Europe's cities face more extreme weather than previously thought

By Robert Lyons on 21st February 2018

New research, by Newcastle University, UK, has for the first time analysed changes in flooding, droughts and heatwaves for all European cities using all climate models.

Published in the academic journal Environmental Research Letters, the study shows:

  • a worsening of heatwaves for all 571 cities
  • increasing drought conditions, particularly in southern Europe
  • an increase in river flooding, especially in north-western European cities
  • for the worst projections, increases in all hazards for most European cities
  • Cork, Derry, Waterford, Wrexham, Carlisle, Glasgow, Chester and Aberdeen the worst hit cities in the British Isles for river flooding
  • Even in the most optimistic case, 85% of UK cities with a river -- including London -- are predicted to face increased river flooding

Using projections from all available climate models (associated with the high emission scenario RCP8.5 which implies a 2.6°C to 4.8°C increase in global temperature), the team showed results for three possible futures which they called the low, medium and high impact scenarios.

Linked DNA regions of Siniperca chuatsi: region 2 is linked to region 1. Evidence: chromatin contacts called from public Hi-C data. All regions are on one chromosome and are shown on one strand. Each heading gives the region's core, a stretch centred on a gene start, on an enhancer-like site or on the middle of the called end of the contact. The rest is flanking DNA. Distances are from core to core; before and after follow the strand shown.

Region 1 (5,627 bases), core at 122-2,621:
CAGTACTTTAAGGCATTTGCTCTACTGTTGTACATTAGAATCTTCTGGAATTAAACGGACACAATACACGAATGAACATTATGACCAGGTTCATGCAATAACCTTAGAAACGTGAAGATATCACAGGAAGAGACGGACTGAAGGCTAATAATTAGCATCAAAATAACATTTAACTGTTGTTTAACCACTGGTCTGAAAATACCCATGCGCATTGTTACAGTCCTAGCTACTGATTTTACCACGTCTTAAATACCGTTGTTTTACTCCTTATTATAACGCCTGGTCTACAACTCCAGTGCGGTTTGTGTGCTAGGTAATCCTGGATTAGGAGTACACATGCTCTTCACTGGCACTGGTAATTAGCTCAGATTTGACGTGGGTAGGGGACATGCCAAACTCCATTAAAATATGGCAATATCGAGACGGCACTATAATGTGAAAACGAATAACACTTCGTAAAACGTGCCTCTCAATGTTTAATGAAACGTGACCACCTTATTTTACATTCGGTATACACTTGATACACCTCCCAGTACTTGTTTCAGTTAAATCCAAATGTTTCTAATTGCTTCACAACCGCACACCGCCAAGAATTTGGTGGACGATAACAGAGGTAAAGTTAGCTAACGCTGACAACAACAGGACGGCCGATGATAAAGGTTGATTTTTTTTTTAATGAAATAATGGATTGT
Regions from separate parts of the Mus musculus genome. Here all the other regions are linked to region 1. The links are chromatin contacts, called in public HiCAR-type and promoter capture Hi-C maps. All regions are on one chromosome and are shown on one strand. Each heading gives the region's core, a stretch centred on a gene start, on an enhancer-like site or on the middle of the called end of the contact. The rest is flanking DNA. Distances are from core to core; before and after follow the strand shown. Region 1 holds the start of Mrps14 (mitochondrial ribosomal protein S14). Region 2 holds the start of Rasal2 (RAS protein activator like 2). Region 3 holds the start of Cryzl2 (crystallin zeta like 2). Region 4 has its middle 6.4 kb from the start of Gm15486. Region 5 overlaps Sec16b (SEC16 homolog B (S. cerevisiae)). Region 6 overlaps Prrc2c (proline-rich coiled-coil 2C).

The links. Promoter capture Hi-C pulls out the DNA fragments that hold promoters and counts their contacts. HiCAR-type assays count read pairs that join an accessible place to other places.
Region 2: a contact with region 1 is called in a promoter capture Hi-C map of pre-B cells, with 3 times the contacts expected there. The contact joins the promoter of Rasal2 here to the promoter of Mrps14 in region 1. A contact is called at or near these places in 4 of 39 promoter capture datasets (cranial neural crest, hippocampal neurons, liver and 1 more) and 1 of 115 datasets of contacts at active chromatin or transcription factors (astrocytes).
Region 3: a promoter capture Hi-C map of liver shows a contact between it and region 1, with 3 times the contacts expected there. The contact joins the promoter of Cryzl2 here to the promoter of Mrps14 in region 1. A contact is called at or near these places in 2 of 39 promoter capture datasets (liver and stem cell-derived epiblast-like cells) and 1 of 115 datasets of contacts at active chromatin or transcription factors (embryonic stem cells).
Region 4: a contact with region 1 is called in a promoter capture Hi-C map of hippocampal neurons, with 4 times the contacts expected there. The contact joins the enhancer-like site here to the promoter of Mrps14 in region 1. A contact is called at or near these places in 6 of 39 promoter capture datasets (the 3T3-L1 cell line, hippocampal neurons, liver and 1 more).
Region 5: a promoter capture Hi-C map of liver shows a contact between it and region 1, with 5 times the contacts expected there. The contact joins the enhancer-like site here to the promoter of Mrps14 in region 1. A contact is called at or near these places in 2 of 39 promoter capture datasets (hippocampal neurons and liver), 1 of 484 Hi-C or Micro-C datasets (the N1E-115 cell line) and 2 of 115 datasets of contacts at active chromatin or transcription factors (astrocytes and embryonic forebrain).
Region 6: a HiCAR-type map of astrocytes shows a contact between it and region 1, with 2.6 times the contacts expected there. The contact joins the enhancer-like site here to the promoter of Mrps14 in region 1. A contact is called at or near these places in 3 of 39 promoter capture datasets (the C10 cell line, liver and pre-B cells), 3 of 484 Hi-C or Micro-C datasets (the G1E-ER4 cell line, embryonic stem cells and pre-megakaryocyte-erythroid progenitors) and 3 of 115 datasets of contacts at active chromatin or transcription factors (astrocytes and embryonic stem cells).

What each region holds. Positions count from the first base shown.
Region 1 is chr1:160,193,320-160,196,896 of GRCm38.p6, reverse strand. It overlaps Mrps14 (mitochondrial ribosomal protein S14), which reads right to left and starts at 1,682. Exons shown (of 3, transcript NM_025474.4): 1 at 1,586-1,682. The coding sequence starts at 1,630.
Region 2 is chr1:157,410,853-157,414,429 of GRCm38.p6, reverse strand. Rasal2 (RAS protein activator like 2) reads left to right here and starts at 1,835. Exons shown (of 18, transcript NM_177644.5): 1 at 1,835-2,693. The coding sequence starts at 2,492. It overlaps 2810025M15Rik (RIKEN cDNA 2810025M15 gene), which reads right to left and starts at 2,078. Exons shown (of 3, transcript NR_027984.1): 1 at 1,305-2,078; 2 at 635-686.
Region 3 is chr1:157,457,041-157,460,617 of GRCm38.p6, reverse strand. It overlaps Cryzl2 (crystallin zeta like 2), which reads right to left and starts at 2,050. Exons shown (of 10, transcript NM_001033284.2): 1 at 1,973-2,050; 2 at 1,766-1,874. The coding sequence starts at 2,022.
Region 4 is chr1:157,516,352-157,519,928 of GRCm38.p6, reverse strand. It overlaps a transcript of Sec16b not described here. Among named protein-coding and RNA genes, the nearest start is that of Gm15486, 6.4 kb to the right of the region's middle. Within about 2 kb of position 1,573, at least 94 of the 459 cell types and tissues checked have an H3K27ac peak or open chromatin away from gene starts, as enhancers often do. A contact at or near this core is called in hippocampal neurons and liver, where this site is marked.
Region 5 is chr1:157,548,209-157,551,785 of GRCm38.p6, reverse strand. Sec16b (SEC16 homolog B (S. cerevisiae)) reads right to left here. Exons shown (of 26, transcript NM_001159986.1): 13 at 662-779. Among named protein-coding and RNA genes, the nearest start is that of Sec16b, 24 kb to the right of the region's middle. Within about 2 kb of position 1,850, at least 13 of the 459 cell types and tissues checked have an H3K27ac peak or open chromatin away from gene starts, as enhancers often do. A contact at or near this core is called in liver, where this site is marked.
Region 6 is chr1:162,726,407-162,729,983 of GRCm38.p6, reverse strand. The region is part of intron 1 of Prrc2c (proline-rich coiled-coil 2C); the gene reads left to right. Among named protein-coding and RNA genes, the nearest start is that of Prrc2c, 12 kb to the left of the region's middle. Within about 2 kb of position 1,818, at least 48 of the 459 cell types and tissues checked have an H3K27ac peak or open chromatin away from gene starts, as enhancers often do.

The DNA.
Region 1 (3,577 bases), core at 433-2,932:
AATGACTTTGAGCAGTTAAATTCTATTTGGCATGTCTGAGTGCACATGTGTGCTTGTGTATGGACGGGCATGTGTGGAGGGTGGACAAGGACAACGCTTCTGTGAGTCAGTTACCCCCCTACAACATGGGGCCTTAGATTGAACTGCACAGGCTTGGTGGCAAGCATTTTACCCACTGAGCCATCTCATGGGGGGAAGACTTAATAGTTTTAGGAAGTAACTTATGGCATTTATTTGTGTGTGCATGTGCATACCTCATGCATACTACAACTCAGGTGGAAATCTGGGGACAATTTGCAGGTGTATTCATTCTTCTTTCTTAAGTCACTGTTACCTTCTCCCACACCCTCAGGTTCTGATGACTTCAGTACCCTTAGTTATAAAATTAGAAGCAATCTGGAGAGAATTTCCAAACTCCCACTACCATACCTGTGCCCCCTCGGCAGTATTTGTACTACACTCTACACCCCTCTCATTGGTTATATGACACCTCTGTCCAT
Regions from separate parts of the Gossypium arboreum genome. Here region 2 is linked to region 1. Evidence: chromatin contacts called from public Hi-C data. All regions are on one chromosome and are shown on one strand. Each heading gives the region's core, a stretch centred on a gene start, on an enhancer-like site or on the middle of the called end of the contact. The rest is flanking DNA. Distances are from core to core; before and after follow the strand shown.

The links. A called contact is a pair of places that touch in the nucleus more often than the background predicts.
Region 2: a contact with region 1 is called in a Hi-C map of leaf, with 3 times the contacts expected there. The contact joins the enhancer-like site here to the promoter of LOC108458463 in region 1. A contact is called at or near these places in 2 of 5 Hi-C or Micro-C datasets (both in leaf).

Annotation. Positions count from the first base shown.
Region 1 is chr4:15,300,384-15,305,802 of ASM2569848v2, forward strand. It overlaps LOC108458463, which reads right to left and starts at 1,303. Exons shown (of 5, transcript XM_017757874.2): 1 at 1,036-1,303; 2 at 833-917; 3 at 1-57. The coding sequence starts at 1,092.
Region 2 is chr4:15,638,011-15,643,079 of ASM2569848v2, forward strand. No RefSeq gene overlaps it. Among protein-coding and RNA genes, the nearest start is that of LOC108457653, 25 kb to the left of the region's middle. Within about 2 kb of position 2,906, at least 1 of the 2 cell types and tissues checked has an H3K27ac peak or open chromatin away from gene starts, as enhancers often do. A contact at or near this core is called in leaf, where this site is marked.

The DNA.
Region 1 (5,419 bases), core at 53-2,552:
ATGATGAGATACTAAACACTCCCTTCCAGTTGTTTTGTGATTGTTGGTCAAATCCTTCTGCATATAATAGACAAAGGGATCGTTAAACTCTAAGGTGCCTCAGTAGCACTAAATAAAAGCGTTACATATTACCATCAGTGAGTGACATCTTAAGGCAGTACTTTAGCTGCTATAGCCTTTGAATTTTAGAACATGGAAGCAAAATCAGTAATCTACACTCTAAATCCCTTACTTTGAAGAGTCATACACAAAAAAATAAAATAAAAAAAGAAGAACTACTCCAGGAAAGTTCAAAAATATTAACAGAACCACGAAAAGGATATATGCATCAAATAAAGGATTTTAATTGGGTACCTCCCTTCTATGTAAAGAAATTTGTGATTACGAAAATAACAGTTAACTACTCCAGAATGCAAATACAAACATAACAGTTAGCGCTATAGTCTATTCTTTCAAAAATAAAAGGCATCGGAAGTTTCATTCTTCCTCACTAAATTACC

The study shows that even the most optimistic of these -- the low impact scenario -- predicts both the number of heatwave days and their maximum temperature will increase for all European cities.

Southern European cities will see the biggest increases in the number of heatwave days, while central European cities will see the greatest increase in temperature during heatwaves -- between 2°C to 7°C for the low scenario and 8°C to 14°C for the high scenario.

For changes in droughts and floods, the cities which are affected depend on the scenario. For the low impact scenario, drought conditions only intensify in southern European cities while river flooding only worsens in north-western ones.